Researchers Say They've Identified 3 Type 2 Diabetes SubtypesFor data miners, routinely provided patient information yields a bigger picture
Thursday, October 29, 2015
THURSDAY, Oct. 29, 2015 (HealthDay News) -- Medical data routinely gathered from millions of patients can be used to detect previously unseen patterns in chronic diseases such as type 2 diabetes, a new study suggests.
As a result, researchers say they've identified three distinct subgroups of type 2 diabetics by combing through the health records of more than 11,000 patients.
Each of the subgroups faces unique health problems related to type 2 diabetes, and shares common genetic traits that can explain those challenges, said senior study author Joel Dudley. Dudley is director of biomedical informatics and an assistant professor of genetics and genomic sciences at Mount Sinai School of Medicine in New York City.
"Not only did the clinical data tell us those were meaningful groups, but the genetics pointed toward potential biological factors that explain these differences in clinical characteristics," Dudley said.
The three subtypes identified by the data analysis included a cluster made up of the youngest and most obese patients, who were more likely to suffer kidney disease and blindness, and a group at highest risk for cancer and heart disease. The other cluster tended to suffer from many different health problems, including heart disease, mental illness, allergy and HIV infection.
Based on these groupings, a doctor could recommend more aggressive cancer monitoring in some patients, while prescribing heart-healthy medications and lifestyle changes for others, Dudley said.
The study findings were published Oct. 28 in the journal Science Translational Medicine.
Not all experts are wowed by this data-mining approach, however. Dr. Robert Ratner, chief scientific and medical officer for the American Diabetes Association, said that it's a "major leap of faith from their study" to assume that mounds of data will provide more clarity.
"I don't disagree with them that understanding the multiple different forms of diabetes is critically important," Ratner said. "To be blunt, I'm not sure this analysis contributes very much."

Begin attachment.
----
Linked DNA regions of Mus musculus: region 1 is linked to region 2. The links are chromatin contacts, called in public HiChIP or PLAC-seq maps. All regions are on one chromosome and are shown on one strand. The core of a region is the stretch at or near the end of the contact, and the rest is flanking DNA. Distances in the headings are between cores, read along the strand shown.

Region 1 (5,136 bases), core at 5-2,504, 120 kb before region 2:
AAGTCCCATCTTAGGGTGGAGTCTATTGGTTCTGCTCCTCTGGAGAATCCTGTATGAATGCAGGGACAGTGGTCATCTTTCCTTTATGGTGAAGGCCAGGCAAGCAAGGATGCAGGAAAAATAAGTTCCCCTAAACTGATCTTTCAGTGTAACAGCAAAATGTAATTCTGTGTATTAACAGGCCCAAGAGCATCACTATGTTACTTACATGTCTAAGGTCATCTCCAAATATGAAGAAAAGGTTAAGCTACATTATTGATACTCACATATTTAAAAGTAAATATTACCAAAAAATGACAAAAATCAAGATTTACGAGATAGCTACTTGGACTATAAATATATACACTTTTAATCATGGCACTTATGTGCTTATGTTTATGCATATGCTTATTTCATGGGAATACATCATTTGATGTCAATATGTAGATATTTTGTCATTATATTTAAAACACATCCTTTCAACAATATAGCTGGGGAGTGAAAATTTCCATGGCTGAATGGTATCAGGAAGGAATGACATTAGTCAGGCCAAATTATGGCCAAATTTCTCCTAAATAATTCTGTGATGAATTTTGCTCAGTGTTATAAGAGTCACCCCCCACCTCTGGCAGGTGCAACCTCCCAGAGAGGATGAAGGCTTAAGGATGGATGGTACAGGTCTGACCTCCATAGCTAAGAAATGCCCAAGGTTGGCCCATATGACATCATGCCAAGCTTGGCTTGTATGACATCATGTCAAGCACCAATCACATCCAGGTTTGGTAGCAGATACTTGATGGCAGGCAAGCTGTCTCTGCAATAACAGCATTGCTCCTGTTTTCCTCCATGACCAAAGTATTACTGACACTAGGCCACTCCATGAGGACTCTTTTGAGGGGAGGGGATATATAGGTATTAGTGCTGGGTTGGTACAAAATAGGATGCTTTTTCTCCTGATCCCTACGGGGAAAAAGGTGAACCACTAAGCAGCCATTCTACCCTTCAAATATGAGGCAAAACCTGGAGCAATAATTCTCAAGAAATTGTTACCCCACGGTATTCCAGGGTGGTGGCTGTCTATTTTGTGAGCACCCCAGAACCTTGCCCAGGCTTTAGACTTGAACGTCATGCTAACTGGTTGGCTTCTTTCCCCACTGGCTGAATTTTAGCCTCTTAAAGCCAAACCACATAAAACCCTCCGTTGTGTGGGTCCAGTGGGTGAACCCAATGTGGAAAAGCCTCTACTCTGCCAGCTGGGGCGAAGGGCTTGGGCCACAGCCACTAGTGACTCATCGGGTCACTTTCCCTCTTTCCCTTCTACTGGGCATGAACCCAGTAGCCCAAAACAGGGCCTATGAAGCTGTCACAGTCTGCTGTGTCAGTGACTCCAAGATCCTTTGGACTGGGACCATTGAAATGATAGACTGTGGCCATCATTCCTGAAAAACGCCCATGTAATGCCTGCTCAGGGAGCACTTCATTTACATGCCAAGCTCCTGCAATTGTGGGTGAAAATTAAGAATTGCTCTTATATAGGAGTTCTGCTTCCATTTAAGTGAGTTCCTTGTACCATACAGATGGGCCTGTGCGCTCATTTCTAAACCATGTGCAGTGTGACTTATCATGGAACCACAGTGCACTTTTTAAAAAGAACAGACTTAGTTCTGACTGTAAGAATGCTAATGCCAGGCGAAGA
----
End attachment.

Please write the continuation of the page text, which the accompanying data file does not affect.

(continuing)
Also, the study authors themselves admit that their patient sample was relatively small.
The researchers started with electronic health data from 11,210 patients at Mount Sinai, of whom 2,551 had been diagnosed with type 2 diabetes. The data included a full blood panel and a genetic analysis.
The research team then created a map on which patients were grouped based on the numbers from their blood tests.
"It's almost like building up a social network, where you connect people because they share the same friends or the same interests, only in this case it was similar blood test results, things like that," Dudley said.
After drafting the map, the researchers looked for type 2 diabetes patients to see if they had clustered together based on any common characteristics. This step revealed the three subgroups, and when researchers factored in the genetic data, they found that the groups shared genetic traits that would predispose them to common illnesses, such as cancer or heart disease.
By following this approach, anyone could break down any chronic disease into a number of subgroups and more effectively treat patients, Dudley said.
He expects that using such "big data" will become more common in the near future, given that genetic testing is becoming cheaper and doctors must switch to electronic health records that capture patient information as a matter of course.
"With the decreasing cost in genetic sequencing, we're seeing an increase in collection of genetic data," Dudley said. "The more you can show the utility of genetics in informing medicine, the faster the adoption of this type of personalized medicine will be."
But Ratner questioned the usefulness of this approach. By tossing millions of combinations together, researchers will find many clusters of patients sharing common problems, but that "probably takes you down a great many blind alleys," he said.
"There are so many associations that you can't investigate all of them," Ratner said. "I'm not sure this shotgun approach really helps. You need a focused examination of both the genetics and the physiology underlying type 2 diabetes."
SOURCES: Joel Dudley, Ph.D., director, biomedical informatics, and assistant professor, genetics and genomic sciences, Mount Sinai School of Medicine, New York City; Robert Ratner, M.D., chief scientific and medical officer, American Diabetes Association; Oct. 28, 2015, Science Translational Medicine
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